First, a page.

Boeing's recent delay (third times a charm) of its 787 Dreamliner will not have a significant impact on SPR, as earnings may be impacted a maximum of 5% which should be more than compensated for by aggressive orders elsewhere, including a new working partnership with Rolls-Royce. With SPR being the largest aerostructure supplier for both Being and Airbus, the bases are covered.
Although originally a Boeing dominated company, Spirit Aerosystems has diversified within the aircraft sector to being a large suppler for Airbus (including the new A380), Cessna, Gulfstream and Beechcraft amongst others. Importantly, SPR maintains a huge inventory of certified parts for almost all Boeing commercial and military aircraft and has stockpiles of parts for other aircraft. Their aftermarket installation and aircraft maintenance programs are widely respected to be amongst the very best in the world.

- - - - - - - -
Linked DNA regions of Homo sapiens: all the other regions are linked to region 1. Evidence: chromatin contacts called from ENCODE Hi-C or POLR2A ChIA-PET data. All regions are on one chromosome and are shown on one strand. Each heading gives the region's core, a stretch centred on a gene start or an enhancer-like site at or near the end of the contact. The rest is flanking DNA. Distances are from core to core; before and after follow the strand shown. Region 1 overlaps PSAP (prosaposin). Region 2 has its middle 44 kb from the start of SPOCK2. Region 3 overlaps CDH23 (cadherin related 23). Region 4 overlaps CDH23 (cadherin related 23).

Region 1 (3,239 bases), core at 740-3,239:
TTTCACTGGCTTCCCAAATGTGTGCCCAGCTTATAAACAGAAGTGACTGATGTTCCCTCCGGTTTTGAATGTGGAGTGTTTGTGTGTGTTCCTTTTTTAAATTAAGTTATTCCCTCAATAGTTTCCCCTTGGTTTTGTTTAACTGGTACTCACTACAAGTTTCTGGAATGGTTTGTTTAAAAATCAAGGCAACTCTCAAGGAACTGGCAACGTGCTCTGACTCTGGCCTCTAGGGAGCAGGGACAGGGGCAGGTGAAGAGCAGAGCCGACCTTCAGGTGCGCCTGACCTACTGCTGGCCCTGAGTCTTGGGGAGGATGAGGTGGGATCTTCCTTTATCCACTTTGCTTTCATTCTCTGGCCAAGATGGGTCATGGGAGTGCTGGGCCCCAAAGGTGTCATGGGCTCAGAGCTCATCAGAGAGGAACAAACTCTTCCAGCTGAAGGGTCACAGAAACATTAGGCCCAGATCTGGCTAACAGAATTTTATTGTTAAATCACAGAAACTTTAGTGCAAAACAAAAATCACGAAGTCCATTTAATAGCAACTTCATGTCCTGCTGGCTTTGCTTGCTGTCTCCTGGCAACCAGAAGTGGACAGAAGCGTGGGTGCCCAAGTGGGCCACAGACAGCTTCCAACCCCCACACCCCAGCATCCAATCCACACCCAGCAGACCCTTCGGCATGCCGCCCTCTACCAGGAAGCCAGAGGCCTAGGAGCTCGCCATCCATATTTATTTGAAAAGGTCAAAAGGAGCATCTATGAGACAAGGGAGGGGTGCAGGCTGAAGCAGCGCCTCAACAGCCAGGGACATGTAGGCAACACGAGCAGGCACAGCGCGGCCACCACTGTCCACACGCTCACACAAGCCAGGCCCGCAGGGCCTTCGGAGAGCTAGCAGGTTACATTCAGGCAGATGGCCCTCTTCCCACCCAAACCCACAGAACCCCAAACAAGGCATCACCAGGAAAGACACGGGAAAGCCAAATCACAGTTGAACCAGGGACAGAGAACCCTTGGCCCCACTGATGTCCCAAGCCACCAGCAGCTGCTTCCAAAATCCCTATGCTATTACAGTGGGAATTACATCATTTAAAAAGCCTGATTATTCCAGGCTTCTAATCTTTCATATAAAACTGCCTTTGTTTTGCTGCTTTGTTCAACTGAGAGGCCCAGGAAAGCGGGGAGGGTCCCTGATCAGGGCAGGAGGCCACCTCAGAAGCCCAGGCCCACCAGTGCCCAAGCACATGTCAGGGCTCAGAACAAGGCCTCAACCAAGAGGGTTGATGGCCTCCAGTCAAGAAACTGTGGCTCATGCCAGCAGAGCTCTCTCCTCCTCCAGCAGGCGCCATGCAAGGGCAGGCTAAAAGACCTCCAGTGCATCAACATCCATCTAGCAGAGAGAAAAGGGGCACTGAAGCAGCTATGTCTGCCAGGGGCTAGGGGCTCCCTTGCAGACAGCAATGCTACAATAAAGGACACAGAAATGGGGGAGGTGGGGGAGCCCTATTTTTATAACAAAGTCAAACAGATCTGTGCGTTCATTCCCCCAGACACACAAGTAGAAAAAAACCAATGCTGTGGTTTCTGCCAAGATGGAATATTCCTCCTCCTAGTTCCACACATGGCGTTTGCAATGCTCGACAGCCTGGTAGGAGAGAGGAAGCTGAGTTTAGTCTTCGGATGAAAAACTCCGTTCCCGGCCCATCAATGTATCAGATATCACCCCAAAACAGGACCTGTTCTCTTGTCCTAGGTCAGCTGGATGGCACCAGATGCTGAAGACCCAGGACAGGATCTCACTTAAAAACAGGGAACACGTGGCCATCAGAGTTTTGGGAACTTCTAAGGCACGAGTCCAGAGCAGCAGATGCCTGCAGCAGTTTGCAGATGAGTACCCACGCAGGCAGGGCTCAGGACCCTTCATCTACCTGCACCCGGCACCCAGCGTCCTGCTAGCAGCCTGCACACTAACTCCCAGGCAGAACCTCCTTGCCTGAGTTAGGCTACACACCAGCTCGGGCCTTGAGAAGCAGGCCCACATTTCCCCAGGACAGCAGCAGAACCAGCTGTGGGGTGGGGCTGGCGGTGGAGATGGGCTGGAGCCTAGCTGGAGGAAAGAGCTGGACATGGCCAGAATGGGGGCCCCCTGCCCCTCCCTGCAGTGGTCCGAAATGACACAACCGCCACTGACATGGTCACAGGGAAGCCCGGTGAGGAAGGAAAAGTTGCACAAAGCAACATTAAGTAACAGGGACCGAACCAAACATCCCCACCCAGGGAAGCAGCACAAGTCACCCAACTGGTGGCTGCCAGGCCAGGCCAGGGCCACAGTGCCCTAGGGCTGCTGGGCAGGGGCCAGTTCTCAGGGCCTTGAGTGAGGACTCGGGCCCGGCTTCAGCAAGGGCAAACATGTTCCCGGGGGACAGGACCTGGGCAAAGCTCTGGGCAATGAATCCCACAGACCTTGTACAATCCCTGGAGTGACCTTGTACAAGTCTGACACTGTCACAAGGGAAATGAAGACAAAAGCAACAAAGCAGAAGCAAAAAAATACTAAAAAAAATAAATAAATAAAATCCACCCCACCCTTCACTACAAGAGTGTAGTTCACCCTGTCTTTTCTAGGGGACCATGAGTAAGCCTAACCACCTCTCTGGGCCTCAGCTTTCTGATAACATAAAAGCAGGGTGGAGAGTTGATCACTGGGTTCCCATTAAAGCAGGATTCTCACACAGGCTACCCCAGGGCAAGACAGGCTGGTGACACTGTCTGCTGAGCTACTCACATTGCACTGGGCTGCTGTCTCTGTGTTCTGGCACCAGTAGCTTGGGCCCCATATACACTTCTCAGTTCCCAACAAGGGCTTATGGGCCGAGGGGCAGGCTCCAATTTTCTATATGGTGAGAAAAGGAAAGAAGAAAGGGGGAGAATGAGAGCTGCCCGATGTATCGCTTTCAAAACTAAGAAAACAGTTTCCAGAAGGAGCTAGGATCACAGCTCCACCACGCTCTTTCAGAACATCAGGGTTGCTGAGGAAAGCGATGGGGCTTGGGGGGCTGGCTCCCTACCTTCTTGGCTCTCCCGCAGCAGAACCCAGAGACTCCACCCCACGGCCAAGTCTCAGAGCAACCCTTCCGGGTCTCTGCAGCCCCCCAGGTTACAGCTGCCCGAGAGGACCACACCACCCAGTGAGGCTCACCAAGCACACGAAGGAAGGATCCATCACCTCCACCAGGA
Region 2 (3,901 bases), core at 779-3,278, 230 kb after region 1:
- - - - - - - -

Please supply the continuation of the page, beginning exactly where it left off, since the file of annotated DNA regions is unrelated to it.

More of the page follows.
Anticipated cyclical slower growth of aircraft sales are ptredicted to beginin 2010. SPR's repair, spare parts inventory for active aircraft, and worldwide service capabilities and diversification amongst numerous types of aircraft should deliver handsome profits regardless of new aircraft production.
Every time Boeing get a cold, their suppliers seem to catch pneumonia. Deserved in some instances, but not with Spirit Aerosystems Holdings (SPR). Trading at $25.01 per share, SPR is trading somewhat below its 200-day moving average, and was walloped a few weeks ago when earnings met the company prediction, but was two cents short of analysts' expectations. SPR has a 52-week trading range of $21.07-$41.72 and the PE is presently 11.7.